To the left, to the left.

“That was an excellent physical examination, Action Potential.  Strong work.”
“Thank you, sir.”
“Of course, if you were a med student from my med school, I’d have to fail you.”
“D’you know why?”
“… I… nope.”
“You did the entire examination from the left side of the patient.”
“We don’t do that.”
“… We don’t?”
“Of course not. It’s a tradition in medicine to stand on the patient’s right.”

I felt a little blind-sided by this conversation, but I chalked it up to my preceptor’s med school just being weird (and also possibly a totalitarian dystopia where people are failed for standing wrong) – at least, until I remembered an encounter I once had with my family physician.

Years ago, on an exceptionally busy day, her nurse had me wait in a different provider’s exam room.  So my doctor walked in, started to greet me – then stopped mid-sentence and physically rearranged the damn furniture so she would have room to examine me from the right side.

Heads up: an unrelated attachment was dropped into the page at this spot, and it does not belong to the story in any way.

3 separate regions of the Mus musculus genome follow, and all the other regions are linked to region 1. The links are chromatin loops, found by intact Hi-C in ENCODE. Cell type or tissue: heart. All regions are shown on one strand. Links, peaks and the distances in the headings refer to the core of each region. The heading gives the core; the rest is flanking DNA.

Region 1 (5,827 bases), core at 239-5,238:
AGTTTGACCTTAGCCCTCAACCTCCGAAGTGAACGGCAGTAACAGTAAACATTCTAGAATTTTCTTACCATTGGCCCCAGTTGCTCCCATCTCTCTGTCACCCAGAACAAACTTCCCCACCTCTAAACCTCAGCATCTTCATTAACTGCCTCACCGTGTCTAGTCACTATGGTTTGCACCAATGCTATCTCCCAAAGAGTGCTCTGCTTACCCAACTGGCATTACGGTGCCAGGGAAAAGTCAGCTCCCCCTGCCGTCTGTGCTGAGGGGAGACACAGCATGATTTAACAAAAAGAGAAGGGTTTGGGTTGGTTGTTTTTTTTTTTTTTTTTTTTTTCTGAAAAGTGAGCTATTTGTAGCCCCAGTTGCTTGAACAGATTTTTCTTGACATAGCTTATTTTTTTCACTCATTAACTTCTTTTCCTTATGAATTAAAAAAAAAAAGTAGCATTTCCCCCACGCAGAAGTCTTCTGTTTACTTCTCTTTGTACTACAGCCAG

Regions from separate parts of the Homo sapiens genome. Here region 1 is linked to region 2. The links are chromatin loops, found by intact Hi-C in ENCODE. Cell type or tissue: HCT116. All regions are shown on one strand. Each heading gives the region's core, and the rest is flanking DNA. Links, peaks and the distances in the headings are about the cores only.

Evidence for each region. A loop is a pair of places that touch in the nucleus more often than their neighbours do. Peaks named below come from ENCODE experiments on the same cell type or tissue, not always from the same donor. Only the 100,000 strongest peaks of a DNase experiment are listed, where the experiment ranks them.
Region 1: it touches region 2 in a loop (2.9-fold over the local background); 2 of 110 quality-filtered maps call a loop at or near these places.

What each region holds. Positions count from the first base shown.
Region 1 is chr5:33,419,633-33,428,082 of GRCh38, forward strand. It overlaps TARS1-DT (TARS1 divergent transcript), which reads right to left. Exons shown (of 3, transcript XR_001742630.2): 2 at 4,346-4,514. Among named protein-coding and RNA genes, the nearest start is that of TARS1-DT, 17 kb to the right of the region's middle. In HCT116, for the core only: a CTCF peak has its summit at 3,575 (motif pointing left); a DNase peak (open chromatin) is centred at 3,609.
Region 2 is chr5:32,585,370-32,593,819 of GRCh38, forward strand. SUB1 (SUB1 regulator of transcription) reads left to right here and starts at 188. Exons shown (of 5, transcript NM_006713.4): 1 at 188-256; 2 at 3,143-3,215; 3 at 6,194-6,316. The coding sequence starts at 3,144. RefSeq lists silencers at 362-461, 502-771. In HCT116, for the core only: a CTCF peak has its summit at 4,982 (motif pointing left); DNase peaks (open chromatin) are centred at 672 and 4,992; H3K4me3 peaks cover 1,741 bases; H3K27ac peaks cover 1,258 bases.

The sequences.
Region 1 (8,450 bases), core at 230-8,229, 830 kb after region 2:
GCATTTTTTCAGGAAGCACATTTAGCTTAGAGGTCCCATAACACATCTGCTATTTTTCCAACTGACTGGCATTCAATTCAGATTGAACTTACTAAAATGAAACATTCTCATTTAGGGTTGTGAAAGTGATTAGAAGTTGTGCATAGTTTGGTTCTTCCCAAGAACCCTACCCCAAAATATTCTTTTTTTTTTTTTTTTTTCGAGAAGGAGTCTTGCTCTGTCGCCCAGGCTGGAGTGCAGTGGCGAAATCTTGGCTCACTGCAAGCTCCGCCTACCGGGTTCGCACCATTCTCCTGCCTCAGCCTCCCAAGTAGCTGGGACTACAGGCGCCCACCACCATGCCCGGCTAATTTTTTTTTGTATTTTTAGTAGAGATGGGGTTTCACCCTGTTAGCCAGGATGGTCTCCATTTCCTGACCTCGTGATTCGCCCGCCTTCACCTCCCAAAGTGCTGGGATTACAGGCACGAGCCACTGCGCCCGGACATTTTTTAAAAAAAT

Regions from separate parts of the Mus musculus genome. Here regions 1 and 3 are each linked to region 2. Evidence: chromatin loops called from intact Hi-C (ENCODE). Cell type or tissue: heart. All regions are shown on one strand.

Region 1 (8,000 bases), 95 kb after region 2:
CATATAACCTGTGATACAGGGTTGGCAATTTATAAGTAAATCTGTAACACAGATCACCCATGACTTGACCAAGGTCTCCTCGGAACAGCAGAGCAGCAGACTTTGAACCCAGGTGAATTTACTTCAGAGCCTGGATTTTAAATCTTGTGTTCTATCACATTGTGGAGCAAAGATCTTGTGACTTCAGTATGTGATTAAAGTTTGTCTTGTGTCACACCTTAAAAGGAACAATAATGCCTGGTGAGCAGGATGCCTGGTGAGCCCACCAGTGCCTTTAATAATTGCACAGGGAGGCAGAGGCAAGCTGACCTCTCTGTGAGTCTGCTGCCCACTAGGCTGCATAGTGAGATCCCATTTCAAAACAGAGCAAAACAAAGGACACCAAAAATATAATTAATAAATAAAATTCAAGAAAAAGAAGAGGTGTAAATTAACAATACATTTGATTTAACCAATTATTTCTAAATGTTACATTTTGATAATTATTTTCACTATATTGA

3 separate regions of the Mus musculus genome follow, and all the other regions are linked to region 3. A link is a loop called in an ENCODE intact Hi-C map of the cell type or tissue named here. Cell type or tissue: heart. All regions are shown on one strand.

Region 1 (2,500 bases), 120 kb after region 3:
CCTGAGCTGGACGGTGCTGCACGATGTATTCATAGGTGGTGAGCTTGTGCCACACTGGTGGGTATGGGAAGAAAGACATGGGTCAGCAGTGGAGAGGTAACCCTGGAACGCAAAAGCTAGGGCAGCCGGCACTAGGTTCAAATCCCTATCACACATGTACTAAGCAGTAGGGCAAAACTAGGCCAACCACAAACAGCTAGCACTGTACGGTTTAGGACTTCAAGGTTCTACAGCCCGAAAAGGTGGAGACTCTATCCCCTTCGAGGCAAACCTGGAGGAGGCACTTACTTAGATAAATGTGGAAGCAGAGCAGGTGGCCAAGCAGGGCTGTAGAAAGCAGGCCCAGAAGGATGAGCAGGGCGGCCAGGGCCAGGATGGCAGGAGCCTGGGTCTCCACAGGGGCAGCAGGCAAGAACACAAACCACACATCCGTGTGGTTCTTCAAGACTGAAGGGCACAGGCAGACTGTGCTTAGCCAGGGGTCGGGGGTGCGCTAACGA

She had me hop off the exam table so she could pull the table away from the wall and everything.

At the time I thought she was crazy, but now I’m realizing that it’s more likely that it’s Medicine as a field that’s crazy and in dire need of loosening up a bit but DING DING command “LoosenUp.exe” not recognized by server:medicine.

Maybe I’m paranoid, but I’m beginning to suspect that it’s actually my school that’s weird for not requiring students to learn the physical exam exclusively from one singular, easily obstructed position with no versatility whatsoever.

Do you examine patients only from the right?  Did your med school tell you that’s the tradition?  Does your med school care about this tradition to the point where they’d actually make it a policy?  Do you want to fight?

I’m kidding.  Of course you do.  We have a difference of opinion here, and – as a med student – I know of no other way to solve it.  (Besides maybe just having an extended passive-aggressive Letters to The Editor war about it in a major scientific journal.  Also an option!)

38 thoughts on “To the left, to the left.

  1. I can’t say we were taught that way. It seems quite silly really….level one trauma rolls in and the physician stops everything just so he/she can stand on the correct side of the patient? How many injuries have been missed on the left side of patient because a physician doesn’t stand on that side to get a full view?

  2. I’m with Solitary Diner. Maybe this is a Canadian (and therefore British colonial) thing?